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Media Advisory: Landsat at 40: The Long View of Earth from Space



Media Advisory: Landsat at 40: The Long View of Earth from Space

WASHINGTON, D.C.  –  The U.S. Geological Survey (USGS) and NASA will hold a news conference at 11 a.m. EDT, Monday, July 23, to highlight the accomplishments of the world’s longest-running Earth-observing satellite program — Landsat. The briefing to be held at the Newseum in Washington, DC, will feature extensive imagery of our changing planet as well as chronological imagery and descriptions of selected U.S. landscapes.

In cooperation with the U.S. Department of the Interior (DOI) and its science agency, USGS, NASA launched the first Landsat satellite on July 23, 1972. The resulting 40-year archive of Earth observations from the Landsat fleet forms an impartial, comprehensive, and easily accessed register of human and natural changes on the land. This information supports the improvement of human and environmental health, biodiversity, energy and water management, urban planning, disaster recovery and crop monitoring. 

During the briefing, NASA and USGS will announce the 10 most significant images from the Landsat record; the U.S. regions selected for the “My American Landscape” contest showing local environmental changes; and the top five Landsat “Earth As Art” images selected in an online poll.

Who: Anne Castle, DOI Assistant Secretary for Water and Science, Washington
Waleed Abdalati, Chief Scientist, NASA Headquarters, Washington
Jeff Masek, NASA Landsat Project Scientist, Goddard Space Flight Center, Greenbelt, MD
Tom Loveland, USGS Senior Scientist, USGS-EROS, Sioux Falls, SD
Jim Irons, Landsat Data Continuity Mission Project Scientist, Goddard Center, Greenbelt, MD
Roger Auch, Research Geographer, USGS-EROS, Sioux Falls, SD
Where: Newseum
555 Pennsylvania Ave. NW
Washington, DC
When: Monday, July 23; 11 a.m. – 12:30 p.m. EDT  

Registration is required. Media may ask questions of the panelists during the briefing. Due to limited space and building security, reporters who want to attend the briefing must send their name, affiliation and telephone number to Steve Cole no later than 4 p.m. EDT, July 20. Reporters unable to attend the briefing in person can ask questions during the event via Twitter using the hashtag #asknasa. NASA Television and the NASA website will provide live briefing coverage.  

Visit NASA TV for more information.

The Landsat program is jointly managed by NASA and DOI/USGS. NASA is preparing to launch the next Landsat satellite in February 2013. For more information about the Landsat program, visit the USGS Landsat Missions website and NASA’s Landsat website.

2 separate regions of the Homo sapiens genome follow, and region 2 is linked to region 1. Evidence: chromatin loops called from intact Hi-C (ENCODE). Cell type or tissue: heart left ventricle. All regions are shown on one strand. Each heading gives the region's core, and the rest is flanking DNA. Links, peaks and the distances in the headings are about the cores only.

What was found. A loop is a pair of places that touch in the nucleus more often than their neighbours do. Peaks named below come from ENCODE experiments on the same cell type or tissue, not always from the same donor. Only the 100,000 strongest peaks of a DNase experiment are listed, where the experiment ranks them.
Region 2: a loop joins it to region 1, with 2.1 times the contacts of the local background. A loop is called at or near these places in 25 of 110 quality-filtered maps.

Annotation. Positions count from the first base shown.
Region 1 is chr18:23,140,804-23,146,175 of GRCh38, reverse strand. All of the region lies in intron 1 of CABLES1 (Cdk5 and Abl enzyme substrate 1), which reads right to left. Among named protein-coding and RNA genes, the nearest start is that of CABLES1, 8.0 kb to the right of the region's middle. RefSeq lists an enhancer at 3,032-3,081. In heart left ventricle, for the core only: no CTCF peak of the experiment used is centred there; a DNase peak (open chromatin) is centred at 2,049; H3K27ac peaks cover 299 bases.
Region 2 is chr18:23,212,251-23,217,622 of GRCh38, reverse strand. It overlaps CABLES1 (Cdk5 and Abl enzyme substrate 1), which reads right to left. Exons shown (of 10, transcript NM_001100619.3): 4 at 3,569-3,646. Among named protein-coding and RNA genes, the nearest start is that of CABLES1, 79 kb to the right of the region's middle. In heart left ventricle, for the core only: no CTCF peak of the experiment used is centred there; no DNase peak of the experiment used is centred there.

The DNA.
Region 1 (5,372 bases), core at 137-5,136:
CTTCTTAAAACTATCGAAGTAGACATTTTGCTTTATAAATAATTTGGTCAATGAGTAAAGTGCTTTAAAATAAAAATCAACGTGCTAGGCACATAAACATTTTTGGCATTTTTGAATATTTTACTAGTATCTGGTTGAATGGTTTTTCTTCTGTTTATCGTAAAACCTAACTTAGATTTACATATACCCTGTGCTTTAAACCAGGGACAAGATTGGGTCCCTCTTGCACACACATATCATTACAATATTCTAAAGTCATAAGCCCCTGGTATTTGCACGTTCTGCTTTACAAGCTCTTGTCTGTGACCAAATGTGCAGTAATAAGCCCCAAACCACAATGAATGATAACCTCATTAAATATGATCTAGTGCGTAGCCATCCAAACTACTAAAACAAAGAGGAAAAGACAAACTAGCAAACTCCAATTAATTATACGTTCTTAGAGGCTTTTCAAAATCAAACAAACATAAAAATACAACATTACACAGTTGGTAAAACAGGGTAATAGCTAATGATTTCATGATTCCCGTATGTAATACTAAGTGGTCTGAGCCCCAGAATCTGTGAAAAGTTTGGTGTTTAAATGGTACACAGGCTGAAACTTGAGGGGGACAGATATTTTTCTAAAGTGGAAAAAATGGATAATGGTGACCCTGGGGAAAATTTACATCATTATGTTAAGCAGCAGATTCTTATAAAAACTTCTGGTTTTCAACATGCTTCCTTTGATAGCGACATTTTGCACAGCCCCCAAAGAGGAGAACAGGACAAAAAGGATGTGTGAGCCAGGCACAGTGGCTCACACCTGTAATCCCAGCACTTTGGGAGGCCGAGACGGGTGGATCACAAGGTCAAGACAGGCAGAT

USGS Newsroom



More information

Parameter Value Description
Magnitude mb The magnitude for the event.
Longitude ° East Decimal degrees longitude. Negative values for western longitudes.
Latitude ° North Decimal degrees latitude. Negative values for southern latitudes.
Depth km Depth of the event in kilometers.
Place Textual description of named geographic region near to the event. This may be a city name, or a Flinn-Engdahl Region name.
Time 1970-01-01 00:00:00 Time when the event occurred. UTC/GMT
Updated 1970-01-01 00:00:00 Time when the event was most recently updated. UTC/GMT
Timezone offset Timezone offset from UTC in minutes at the event epicenter.
Felt The total number of felt reports
CDI The maximum reported intensity for the event.
MMI The maximum estimated instrumental intensity for the event.
Alert Level The alert level from the PAGER earthquake impact scale. Green, Yellow, Orange or Red.
Review Status Indicates whether the event has been reviewed by a human.
Tsunami This flag is set to "1" for large events in oceanic regions and "0" otherwise. The existence or value of this flag does not indicate if a tsunami actually did or will exist.
SIG A number describing how significant the event is. Larger numbers indicate a more significant event.
Network The ID of a data contributor. Identifies the network considered to be the preferred source of information for this event.
Sources A comma-separated list of network contributors.
Number of Stations Used The total number of Number of seismic stations which reported P- and S-arrival times for this earthquake.
Horizontal Distance Horizontal distance from the epicenter to the nearest station (in degrees).
Root Mean Square sec The root-mean-square (RMS) travel time residual, in sec, using all weights.
Azimuthal Gap The largest azimuthal gap between azimuthally adjacent stations (in degrees).
Magnitude Type The method or algorithm used to calculate the preferred magnitude for the event.
Event Type Type of seismic event.
Event ID Id of event.
Event Code An identifying code assigned by, and unique from, the corresponding source for the event.
Event IDS A comma-separated list of event ids that are associated to an event.

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